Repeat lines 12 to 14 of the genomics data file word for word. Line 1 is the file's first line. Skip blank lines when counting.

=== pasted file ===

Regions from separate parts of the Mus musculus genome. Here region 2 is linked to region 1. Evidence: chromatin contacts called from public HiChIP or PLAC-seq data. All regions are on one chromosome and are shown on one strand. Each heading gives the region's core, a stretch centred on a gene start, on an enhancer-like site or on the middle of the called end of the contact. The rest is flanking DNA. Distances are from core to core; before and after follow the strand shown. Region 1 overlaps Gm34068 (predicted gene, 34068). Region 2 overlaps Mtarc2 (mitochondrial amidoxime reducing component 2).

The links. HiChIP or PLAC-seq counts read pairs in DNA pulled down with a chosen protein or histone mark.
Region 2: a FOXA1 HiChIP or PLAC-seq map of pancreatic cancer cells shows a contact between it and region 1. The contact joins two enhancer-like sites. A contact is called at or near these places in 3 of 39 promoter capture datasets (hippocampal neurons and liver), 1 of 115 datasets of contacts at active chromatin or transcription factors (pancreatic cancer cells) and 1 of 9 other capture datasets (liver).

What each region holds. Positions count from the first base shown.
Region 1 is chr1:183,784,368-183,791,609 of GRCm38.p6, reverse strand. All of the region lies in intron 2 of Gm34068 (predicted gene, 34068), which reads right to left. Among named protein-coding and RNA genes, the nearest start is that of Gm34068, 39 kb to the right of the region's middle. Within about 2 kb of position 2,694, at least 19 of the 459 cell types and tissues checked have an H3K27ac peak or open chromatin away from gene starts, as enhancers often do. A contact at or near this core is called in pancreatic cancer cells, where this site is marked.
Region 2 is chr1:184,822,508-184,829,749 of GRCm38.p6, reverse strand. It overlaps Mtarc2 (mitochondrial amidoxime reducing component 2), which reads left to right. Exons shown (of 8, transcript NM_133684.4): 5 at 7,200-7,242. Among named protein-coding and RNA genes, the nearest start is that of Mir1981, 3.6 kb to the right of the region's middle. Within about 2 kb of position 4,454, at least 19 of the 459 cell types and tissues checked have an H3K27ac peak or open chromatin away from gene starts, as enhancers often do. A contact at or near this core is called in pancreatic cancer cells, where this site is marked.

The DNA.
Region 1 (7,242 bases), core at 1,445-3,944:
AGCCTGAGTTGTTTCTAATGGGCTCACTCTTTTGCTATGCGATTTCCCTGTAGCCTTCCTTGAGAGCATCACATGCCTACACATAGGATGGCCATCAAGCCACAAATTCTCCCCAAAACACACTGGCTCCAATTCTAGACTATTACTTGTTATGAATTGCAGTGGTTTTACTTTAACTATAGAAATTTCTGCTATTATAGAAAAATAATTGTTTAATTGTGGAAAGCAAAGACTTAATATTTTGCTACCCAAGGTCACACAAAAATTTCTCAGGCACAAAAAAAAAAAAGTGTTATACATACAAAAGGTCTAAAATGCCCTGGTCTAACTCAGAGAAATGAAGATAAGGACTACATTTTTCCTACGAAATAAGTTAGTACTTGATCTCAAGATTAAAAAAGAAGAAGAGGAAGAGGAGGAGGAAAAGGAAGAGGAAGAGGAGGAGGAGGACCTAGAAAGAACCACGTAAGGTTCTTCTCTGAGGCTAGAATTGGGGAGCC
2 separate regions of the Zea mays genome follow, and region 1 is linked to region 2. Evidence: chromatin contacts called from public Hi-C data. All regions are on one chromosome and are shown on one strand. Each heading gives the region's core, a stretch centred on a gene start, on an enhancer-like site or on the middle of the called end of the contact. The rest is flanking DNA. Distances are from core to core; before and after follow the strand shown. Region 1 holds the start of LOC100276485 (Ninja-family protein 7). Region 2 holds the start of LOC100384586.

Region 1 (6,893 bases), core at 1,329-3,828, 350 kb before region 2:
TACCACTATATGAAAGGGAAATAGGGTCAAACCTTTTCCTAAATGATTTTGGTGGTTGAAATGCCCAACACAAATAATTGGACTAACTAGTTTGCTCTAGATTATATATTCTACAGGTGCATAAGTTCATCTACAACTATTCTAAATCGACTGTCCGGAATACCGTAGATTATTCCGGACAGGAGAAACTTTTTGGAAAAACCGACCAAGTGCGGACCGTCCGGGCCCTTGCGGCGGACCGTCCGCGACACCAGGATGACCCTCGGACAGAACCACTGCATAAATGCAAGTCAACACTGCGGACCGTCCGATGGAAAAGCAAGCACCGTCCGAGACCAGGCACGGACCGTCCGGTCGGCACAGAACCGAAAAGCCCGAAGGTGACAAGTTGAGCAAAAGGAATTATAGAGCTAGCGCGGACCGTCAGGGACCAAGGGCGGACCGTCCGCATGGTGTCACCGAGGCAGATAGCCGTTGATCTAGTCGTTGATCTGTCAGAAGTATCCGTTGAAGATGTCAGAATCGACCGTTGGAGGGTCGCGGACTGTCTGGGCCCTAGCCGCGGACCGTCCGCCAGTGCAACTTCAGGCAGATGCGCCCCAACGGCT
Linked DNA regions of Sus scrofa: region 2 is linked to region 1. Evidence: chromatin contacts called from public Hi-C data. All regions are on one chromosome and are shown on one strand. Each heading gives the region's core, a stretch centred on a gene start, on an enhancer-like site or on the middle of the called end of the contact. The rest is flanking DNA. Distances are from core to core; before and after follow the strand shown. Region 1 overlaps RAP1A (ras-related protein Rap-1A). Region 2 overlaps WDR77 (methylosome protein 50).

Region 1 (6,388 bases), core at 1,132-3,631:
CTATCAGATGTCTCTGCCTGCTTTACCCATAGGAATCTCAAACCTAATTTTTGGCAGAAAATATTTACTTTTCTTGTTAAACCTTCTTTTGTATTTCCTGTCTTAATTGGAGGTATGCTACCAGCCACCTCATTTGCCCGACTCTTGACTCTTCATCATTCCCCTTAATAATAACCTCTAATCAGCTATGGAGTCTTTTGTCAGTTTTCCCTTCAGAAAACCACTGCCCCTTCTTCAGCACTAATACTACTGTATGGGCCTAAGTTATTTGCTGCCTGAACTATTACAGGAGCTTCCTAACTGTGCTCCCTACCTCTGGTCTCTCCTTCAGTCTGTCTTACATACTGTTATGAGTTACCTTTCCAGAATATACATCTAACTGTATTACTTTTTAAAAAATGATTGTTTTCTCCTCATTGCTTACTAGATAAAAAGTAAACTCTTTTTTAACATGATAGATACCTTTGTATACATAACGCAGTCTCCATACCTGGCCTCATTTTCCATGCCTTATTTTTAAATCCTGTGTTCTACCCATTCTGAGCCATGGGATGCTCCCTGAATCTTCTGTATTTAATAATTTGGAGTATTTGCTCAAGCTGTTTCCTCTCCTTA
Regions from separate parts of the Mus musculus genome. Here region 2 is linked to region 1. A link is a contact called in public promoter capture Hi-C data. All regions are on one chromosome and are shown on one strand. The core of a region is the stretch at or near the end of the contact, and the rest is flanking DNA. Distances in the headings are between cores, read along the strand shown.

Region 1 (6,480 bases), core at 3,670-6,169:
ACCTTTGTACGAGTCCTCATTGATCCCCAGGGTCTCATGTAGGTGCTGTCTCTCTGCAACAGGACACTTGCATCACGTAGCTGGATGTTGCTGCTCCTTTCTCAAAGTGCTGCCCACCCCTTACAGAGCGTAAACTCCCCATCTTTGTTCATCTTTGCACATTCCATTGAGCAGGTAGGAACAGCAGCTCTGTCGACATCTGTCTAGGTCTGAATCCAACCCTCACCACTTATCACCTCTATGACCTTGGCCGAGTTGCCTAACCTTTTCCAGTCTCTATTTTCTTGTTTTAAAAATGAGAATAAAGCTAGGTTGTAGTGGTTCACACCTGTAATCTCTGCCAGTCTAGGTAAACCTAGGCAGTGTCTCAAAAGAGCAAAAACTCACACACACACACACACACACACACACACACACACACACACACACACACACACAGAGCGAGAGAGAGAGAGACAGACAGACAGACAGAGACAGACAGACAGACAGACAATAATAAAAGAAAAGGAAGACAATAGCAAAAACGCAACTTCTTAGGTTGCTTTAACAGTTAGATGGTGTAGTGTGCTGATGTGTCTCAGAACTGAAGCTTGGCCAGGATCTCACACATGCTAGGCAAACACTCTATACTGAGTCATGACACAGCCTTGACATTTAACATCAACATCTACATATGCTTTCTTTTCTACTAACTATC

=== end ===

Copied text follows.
TACCACTATATGAAAGGGAAATAGGGTCAAACCTTTTCCTAAATGATTTTGGTGGTTGAAATGCCCAACACAAATAATTGGACTAACTAGTTTGCTCTAGATTATATATTCTACAGGTGCATAAGTTCATCTACAACTATTCTAAATCGACTGTCCGGAATACCGTAGATTATTCCGGACAGGAGAAACTTTTTGGAAAAACCGACCAAGTGCGGACCGTCCGGGCCCTTGCGGCGGACCGTCCGCGACACCAGGATGACCCTCGGACAGAACCACTGCATAAATGCAAGTCAACACTGCGGACCGTCCGATGGAAAAGCAAGCACCGTCCGAGACCAGGCACGGACCGTCCGGTCGGCACAGAACCGAAAAGCCCGAAGGTGACAAGTTGAGCAAAAGGAATTATAGAGCTAGCGCGGACCGTCAGGGACCAAGGGCGGACCGTCCGCATGGTGTCACCGAGGCAGATAGCCGTTGATCTAGTCGTTGATCTGTCAGAAGTATCCGTTGAAGATGTCAGAATCGACCGTTGGAGGGTCGCGGACTGTCTGGGCCCTAGCCGCGGACCGTCCGCCAGTGCAACTTCAGGCAGATGCGCCCCAACGGCT
Linked DNA regions of Sus scrofa: region 2 is linked to region 1. Evidence: chromatin contacts called from public Hi-C data. All regions are on one chromosome and are shown on one strand. Each heading gives the region's core, a stretch centred on a gene start, on an enhancer-like site or on the middle of the called end of the contact. The rest is flanking DNA. Distances are from core to core; before and after follow the strand shown. Region 1 overlaps RAP1A (ras-related protein Rap-1A). Region 2 overlaps WDR77 (methylosome protein 50).

Region 1 (6,388 bases), core at 1,132-3,631: